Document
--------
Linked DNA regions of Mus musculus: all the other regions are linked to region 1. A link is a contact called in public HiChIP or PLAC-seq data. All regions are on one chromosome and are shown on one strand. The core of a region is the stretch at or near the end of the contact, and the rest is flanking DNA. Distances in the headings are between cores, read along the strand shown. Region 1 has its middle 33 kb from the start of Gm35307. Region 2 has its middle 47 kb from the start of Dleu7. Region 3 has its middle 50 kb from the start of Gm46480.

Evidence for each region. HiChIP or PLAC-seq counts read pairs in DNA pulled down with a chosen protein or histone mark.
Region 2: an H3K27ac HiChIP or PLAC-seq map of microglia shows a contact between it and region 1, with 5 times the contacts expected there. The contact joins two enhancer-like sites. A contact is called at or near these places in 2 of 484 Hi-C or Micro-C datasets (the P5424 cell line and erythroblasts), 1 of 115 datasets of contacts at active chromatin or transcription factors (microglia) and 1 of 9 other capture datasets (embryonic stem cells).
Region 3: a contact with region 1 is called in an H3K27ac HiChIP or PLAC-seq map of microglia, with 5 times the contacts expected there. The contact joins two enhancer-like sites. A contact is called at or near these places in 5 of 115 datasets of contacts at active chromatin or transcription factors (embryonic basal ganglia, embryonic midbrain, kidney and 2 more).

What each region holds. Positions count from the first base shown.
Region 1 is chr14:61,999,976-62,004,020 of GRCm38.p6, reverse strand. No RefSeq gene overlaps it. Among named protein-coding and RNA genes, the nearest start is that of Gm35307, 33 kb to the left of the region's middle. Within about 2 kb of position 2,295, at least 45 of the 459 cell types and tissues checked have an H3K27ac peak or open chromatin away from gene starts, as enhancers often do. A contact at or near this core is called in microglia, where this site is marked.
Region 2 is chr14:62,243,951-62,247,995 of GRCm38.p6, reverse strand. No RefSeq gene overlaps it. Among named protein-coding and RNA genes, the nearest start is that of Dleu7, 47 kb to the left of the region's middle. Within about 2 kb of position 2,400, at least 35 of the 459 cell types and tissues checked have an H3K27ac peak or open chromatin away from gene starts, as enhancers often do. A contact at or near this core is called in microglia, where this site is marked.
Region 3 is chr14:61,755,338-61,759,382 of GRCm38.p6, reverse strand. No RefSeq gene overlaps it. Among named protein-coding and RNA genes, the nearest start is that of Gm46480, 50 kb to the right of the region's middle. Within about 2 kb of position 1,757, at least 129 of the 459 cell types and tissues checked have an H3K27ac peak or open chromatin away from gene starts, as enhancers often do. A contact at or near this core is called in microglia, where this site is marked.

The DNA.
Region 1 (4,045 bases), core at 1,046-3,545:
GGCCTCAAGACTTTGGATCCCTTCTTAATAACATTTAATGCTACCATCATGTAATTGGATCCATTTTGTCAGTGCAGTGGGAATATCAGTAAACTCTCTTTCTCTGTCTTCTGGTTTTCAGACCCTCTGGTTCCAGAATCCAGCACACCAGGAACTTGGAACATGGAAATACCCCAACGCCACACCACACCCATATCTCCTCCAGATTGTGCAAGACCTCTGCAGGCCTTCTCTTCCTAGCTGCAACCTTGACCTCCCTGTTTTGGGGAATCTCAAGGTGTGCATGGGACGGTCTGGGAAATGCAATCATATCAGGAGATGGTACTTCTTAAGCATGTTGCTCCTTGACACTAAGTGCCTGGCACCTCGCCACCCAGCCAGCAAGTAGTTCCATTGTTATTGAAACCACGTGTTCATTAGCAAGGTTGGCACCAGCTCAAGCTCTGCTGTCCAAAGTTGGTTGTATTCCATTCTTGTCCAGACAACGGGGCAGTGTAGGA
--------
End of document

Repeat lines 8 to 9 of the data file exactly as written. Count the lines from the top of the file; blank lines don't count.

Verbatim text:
Region 3 is chr14:61,755,338-61,759,382 of GRCm38.p6, reverse strand. No RefSeq gene overlaps it. Among named protein-coding and RNA genes, the nearest start is that of Gm46480, 50 kb to the right of the region's middle. Within about 2 kb of position 1,757, at least 129 of the 459 cell types and tissues checked have an H3K27ac peak or open chromatin away from gene starts, as enhancers often do. A contact at or near this core is called in microglia, where this site is marked.

The DNA.